Tue., Aug. 2, 2016
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Thu., May. 12, 2016
Tom Crean wishes using the bench was more of an option.
If he could, the Indiana coach said, he would be much quicker to pull players who weren’t performing up to his standards so that they really understood that they had screwed up and what the consequences could be.
“There’s nothing that gets their attention more,” Crean said Wednesday in media availability for Thursday’s 9 p.m. game against Wisconsin at Assembly Hall. “There’s nothing. … There’s no tool, and I don’t think you really understand that until you’re a head coach.”
But Crean argues that on this team, that isn’t nearly as much of an option. The depth, he says, simply isn’t there, and the facts seem to back him up.
When he starts three guards, his first guard off the bench is senior Devan Dumes, who has been known to make the occasional questionable decision that requires him to take a seat. After that, he’s dealing with walk-ons, starting with sophomore guard Daniel Moore.
In the post, he has similar problems. For freshman Christian Watford and sophomore Tom Pritchard respectively, his options are freshmen Derek Elston and Bobby Capobianco, who are in just as much of a learning phase as the previous two.
“We don’t have enough developed depth for me to do the kinds of things I need to do sometimes in minutes and sitting guys down or guys playing through things,” Crean said. “We’ve just gotta keep developing our depth so there’s a time when we can do those kind of things and lessons can be learned rather than just on the court and playing through it. That’s where the injuries have gotten us a little bit and frankly, we haven’t had a lot of the young big kids, and I include Tommy in this, separate themselves. We have four freshmen and a sophomore playing the bulk of the minutes other than Tijan, up front. There’s times when guys play above and beyond, but we haven’t had that separation. That’s what we’re going to have to get over a period of time to be better.”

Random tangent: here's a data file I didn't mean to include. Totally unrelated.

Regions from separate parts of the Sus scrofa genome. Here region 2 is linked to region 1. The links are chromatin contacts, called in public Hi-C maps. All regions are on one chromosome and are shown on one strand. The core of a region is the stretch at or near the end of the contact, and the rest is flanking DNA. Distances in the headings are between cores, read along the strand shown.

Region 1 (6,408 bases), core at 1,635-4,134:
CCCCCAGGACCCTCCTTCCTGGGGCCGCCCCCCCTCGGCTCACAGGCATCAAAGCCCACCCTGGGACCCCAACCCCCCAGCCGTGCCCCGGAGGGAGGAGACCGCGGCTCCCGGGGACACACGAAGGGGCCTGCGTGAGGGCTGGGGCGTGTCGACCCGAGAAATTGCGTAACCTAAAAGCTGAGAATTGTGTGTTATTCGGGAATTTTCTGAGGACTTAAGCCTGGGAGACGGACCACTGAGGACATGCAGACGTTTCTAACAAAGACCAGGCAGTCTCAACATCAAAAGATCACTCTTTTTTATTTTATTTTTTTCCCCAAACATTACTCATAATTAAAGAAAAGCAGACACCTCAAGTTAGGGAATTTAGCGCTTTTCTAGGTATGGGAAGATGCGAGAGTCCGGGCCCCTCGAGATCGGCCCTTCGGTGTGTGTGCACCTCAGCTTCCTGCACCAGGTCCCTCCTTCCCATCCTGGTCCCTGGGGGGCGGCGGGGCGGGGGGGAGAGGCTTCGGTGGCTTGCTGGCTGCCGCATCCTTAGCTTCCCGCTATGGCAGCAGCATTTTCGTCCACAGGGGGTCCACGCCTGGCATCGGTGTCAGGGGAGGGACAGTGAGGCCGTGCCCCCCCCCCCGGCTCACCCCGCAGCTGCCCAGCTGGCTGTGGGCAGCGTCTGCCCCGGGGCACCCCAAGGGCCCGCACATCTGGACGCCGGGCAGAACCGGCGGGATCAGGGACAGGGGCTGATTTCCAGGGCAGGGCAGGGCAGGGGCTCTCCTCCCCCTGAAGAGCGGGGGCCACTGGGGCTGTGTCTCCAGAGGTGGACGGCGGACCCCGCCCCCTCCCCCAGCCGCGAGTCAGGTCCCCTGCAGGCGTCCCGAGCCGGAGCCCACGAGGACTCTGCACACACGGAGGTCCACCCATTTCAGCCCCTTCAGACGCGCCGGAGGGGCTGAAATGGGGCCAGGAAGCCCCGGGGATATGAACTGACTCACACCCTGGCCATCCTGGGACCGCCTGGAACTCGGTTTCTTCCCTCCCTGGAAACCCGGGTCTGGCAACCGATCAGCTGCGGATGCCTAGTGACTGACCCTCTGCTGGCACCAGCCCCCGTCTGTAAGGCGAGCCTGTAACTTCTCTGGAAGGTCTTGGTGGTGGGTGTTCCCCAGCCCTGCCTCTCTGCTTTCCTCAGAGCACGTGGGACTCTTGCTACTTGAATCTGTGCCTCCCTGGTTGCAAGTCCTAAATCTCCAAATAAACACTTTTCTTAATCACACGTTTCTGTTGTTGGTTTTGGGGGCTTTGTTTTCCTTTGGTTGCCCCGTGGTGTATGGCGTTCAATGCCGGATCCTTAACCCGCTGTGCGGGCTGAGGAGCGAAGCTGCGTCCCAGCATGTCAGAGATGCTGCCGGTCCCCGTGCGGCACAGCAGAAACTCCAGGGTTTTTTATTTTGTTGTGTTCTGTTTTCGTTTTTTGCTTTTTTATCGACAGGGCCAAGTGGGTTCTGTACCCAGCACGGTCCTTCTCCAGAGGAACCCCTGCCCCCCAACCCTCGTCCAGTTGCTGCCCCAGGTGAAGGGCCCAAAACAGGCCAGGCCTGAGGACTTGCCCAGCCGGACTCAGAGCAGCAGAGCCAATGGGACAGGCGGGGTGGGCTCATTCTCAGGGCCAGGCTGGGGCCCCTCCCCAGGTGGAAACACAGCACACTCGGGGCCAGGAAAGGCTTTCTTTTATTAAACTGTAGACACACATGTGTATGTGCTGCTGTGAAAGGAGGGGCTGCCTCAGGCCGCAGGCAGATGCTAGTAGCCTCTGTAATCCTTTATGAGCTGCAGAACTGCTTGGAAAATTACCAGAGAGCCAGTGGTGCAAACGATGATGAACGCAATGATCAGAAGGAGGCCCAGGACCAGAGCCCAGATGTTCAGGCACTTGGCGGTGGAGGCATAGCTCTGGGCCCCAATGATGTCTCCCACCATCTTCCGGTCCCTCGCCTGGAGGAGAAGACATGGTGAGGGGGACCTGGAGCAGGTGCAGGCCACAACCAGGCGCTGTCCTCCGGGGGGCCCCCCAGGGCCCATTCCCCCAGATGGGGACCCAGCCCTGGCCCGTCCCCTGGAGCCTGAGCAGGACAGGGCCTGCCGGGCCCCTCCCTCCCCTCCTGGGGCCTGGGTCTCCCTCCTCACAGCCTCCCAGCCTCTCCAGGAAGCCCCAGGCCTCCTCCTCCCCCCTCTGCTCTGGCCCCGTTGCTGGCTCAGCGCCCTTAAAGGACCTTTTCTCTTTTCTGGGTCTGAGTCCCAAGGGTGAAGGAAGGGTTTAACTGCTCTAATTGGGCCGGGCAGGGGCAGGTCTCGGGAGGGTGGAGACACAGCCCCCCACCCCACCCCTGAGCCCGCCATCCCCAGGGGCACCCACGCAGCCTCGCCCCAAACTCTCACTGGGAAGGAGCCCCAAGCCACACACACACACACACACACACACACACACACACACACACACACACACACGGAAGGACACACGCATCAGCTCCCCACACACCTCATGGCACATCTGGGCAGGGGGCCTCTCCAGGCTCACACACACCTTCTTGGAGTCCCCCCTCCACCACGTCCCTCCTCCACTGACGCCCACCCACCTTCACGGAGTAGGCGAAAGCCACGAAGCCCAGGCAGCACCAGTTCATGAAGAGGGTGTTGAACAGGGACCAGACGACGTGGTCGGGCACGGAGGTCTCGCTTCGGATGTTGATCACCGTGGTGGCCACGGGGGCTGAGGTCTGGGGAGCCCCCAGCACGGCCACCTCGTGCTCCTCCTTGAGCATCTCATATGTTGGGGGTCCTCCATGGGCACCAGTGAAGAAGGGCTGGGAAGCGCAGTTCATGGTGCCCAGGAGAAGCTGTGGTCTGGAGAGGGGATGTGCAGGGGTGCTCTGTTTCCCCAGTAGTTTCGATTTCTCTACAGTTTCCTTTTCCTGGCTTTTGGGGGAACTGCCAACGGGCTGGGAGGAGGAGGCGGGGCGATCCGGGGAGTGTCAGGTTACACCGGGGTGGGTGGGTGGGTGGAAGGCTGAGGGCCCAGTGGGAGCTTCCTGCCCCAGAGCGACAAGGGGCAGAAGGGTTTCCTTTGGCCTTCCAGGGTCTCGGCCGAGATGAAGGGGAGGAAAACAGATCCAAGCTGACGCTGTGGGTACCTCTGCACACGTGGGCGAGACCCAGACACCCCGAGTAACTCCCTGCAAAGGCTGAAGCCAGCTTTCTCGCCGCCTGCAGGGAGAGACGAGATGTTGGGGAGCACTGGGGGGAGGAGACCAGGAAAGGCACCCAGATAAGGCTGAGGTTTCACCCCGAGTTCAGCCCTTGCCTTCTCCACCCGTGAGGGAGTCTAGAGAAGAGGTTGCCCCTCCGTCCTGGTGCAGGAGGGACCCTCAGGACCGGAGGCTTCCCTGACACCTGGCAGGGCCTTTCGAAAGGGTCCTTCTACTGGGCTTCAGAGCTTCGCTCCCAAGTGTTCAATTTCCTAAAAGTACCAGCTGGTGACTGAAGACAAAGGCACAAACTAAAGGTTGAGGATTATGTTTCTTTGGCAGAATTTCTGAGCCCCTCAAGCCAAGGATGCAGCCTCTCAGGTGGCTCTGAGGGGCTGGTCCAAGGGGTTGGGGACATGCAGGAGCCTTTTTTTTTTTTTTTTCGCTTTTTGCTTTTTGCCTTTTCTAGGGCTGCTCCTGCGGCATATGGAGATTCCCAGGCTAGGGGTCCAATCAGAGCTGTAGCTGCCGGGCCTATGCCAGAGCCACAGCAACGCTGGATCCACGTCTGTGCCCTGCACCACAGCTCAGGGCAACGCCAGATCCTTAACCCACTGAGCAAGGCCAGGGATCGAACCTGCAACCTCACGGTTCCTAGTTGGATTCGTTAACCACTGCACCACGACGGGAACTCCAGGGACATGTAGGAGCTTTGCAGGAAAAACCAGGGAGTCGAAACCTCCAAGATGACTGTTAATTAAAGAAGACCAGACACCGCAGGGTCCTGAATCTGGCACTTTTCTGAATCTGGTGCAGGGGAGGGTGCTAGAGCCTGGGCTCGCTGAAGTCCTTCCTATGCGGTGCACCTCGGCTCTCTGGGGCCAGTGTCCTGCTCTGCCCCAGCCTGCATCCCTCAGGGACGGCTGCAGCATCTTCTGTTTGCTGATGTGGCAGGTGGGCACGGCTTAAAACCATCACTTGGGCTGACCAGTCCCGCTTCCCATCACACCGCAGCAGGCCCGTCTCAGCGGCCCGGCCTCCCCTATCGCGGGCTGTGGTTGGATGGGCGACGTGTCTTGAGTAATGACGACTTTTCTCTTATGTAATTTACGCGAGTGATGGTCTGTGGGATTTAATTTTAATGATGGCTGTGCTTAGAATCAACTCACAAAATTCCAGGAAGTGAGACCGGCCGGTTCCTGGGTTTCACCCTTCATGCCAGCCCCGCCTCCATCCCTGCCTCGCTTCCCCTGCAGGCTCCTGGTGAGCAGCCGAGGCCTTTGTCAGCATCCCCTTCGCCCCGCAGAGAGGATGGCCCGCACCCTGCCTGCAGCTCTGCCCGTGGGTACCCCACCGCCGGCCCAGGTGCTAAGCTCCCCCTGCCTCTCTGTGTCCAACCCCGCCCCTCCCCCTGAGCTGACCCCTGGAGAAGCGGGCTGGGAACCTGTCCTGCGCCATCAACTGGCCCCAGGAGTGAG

When he does, he said, no one will be above being pulled to learn a lesson.
“There were times we sat D’Wyane Wade down,” Crean said. “There was one time, his first year playing, we were playing St. Louis and they were guarding him very well, they were tough and physical with him. … There were six minutes left in the game, and I said, ‘You know what, my man, we’re going to find out if we can win without you.’ He said, ‘What do you mean?’ I said, ‘You’re not going back in. You’re not going back in. We’re going to win without you, or we’re going to lose without you. Either way you’re not going back in.’ We didn’t. Travis Diener hits a three, and we end up winning by four and I go ‘phew.’ (wiping sweat off his eyebrow).’ But you know what, if you can make that lesson known with a guy that turns out to be one of the best players in the world, then you can do it, but I had a guy like Travis Diener who can make threes.”
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